In a deep skillet, heat the remaining 2 Tbsp. of oil. Add the garlic, chile, and harissa and cook over moderate heat, stirring for 2 minutes. Add the broccoli rabe and smoked paprika and cook until tender, 2 minutes.
Meanwhile, in a large pot of salted boiling water, cook the pasta until al dente; drain, reserving 1 cup of the cooking liquid. Add the pasta, cooking water and 1/4 cup of Parmigiano to the skillet and cook, stirring, until the pasta is coated in a thick sauce, 2 minutes. Stir in the herbs and serve with more cheese.
Roast Chicken with Turnips
1 chicken, about 3 pounds
Salt and pepper to taste
4 Tbsp. softened butter or olive oil
2 pounds white turnips, peeled and cut in slices ¼ inch thick
Heat oven to 450° F. Place a nonstick roasting pan on a rack set low in oven. Season chicken with salt and pepper, and rub it with about a third of the butter or oil.
When oven is hot, add another third of the butter or oil to pan. Place chicken in hot pan, breast up; roast 15 minutes, or until top begins to brown. Remove from oven, and scatter turnips around it; dot them with remaining butter, or drizzle with remaining oil. Tilt pan so juices run out of chicken.
Roast 15 minutes longer, and then baste chicken with pan juices. Continue to roast (lower heat to 350 if bird is becoming too brown) until an instant-read thermometer inserted in meaty part of thigh registers 155 degrees, 15 to 30 minutes more. Remove bird from pan, and raise heat to 500 degrees. Return turnips to oven in pan.
Let chicken rest while turnips brown, about 5 minutes. Carve chicken, and serve with turnips and pan juices.
1 bunch lacinato kale
1 Tbsp. cooking oil
2 cloves garlic
1 Tbsp. soy sauce
1 tsp. toasted sesame oil
1 Tbsp. sesame seeds
Remove the woody stems from the kale leaves either by slicing down each side with a sharp knife, or by pinching the leaf at the base and pulling out toward the tip. Stack the leaves and then slice crosswise into one inch wide strips. Wash the leaves well in a colander with cool running water.
Mince the of garlic and add it to a large pot with one tablespoon of neutral cooking oil (or your favorite cooking oil). Sauté the garlic for about one minute over medium heat.
Add the washed kale leaves to the pot. Stir and cook the kale until it is wilted and glossy (about 5 minutes). If you prefer a more tender leaf, cook longer.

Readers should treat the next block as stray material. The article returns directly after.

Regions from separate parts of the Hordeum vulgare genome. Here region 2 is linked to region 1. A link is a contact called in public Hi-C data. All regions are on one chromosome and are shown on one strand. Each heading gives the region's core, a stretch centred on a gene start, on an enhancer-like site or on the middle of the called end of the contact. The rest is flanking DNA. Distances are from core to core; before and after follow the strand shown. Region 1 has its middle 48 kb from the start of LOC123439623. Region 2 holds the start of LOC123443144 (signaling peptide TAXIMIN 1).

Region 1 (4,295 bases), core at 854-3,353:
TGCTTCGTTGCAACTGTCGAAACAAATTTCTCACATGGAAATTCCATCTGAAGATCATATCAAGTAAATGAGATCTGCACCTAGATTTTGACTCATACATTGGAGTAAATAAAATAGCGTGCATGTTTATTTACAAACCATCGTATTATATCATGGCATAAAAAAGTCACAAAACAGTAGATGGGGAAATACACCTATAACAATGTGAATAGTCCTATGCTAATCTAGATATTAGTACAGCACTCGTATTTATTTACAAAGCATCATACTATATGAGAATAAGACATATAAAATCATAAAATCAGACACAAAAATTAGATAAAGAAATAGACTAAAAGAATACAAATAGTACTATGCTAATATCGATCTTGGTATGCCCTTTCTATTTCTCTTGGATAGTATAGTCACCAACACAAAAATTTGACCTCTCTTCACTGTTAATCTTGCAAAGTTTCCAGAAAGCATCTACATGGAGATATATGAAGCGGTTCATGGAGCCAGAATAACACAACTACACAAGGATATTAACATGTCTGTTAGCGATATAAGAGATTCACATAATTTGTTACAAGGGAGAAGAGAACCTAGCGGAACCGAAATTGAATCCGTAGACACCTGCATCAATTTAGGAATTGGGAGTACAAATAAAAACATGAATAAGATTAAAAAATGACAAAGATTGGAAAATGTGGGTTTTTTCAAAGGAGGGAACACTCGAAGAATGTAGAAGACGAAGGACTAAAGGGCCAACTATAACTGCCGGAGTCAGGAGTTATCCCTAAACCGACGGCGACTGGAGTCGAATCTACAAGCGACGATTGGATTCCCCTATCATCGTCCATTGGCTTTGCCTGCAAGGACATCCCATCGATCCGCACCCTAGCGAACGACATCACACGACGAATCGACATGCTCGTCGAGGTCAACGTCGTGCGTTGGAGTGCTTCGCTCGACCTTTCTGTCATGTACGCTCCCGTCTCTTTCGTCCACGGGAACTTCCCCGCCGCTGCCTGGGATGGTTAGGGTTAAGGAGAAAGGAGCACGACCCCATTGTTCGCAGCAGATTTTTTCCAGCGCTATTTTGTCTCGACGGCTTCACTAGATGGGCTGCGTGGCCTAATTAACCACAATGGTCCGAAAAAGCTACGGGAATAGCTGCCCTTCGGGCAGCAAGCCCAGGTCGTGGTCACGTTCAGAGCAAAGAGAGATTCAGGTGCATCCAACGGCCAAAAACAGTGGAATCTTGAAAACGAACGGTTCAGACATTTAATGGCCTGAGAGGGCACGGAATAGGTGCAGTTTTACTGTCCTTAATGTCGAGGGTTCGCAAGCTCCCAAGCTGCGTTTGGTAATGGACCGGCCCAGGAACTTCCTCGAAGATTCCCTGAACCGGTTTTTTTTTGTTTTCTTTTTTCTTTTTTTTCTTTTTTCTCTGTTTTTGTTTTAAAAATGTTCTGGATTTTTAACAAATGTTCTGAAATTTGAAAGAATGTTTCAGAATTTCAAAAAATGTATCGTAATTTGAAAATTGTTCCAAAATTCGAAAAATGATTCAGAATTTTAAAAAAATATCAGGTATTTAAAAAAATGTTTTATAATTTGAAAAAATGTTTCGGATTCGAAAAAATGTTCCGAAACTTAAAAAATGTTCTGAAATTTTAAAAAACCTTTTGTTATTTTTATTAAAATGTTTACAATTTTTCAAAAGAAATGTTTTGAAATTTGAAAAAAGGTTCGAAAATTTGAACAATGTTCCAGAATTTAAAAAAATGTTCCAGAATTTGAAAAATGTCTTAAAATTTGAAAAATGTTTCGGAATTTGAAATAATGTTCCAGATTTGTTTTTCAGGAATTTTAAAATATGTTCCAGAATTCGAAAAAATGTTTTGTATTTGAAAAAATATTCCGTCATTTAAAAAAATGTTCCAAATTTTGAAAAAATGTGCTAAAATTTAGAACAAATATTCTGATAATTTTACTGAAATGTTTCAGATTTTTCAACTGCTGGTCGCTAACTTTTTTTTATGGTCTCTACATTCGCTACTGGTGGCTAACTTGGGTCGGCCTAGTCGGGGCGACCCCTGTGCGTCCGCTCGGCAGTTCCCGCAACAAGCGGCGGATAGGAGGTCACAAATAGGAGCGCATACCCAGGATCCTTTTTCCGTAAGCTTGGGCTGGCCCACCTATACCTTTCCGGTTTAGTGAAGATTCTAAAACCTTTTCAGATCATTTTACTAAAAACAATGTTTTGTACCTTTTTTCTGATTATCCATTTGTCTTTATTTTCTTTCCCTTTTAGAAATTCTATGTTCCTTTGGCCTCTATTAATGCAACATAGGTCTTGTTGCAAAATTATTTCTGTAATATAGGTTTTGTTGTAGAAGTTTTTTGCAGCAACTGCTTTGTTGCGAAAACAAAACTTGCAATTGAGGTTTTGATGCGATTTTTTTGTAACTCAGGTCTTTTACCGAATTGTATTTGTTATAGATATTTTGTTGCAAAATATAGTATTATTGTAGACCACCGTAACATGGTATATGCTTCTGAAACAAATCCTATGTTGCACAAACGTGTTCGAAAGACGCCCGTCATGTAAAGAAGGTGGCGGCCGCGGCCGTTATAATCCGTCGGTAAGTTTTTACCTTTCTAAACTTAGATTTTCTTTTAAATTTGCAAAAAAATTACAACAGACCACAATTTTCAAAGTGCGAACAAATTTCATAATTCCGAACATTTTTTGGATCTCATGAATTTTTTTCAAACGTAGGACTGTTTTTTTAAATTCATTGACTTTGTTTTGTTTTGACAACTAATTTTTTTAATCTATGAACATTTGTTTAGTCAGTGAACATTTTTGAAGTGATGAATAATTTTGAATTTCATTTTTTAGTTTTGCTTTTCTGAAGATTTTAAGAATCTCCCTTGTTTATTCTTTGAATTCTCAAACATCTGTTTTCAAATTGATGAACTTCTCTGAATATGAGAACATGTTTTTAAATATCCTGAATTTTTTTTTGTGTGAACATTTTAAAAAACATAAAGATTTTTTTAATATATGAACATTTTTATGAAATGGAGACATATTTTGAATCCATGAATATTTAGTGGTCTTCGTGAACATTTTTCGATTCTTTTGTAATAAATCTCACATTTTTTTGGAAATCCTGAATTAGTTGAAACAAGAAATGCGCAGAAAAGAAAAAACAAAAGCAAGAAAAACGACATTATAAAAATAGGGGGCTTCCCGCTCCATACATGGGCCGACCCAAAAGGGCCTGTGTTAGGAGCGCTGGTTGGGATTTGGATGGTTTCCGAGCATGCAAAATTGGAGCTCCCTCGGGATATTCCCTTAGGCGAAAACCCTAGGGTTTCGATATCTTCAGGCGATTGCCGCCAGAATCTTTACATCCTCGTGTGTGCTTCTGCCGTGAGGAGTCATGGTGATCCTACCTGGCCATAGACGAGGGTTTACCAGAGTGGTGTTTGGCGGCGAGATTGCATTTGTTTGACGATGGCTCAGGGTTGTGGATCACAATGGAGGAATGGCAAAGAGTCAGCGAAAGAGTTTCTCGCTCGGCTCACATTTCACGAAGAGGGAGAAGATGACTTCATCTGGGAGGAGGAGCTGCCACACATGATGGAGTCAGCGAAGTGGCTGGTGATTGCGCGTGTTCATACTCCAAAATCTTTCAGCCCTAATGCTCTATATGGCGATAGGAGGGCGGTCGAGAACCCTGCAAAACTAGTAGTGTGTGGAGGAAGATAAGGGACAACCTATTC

Add the soy sauce, toasted sesame oil, and sesame seeds to the pot. Stir to coat. Taste and adjust the seasoning to your liking. Serve warm.
As mentioned in last week’s newsletter, fresh lettuce really is best as is – fresh and lovely. We’ve been eating wonderful salads and happily adding extra lettuce to sandwiches, lately, and we hope you are, too! The rest of this week’s vegetables all freeze well. They can also all be dried; turnips might dry best, of the group. For more information on preserving this week’s vegetables, see our web page on preserving produce.
Here’s a recipe for preserving broccoli raab:
(Adapted from staceysnacksonline.com)
1 lb. broccoli raab
1 cup white wine vinegar or white vinegar
1 cup water
2 cloves garlic, sliced super thin
2 Tbsp. sea salt
Crushed red pepper flakes
You will need one sterilized pint jar with lid.
Trim the broccoli raab and discard the tough stems.
In a heavy saucepan, bring the vinegar, water, garlic, and salt to a boil over medium heat. Stir until the salt dissolves. Add the broccoli raab, pushing it down with a spoon or tongs to keep it submerged in the brine. Cook at a boil for 5 minutes.
Drain the broccoli raab and discard the brine. Spread broccoli raab on a kitchen towel on a baking sheet for about an hour.
Pour a little olive oil in the bottom of the jar and pack in the broccoli raab, sprinkling the red pepper flakes in as you go. Slowly pour enough olive oil to cover. Screw the lid on tightly and let stand at room temperature for 24 hours.
Let the broccoli raab “cure” in the fridge for about a week before using. It will keep about 2 months in the refrigerator.
CSA shares waiting to be picked up at Railroad Bill's Dining Car!
Have a wonderful week!
Your Raccoon Forks Farms Team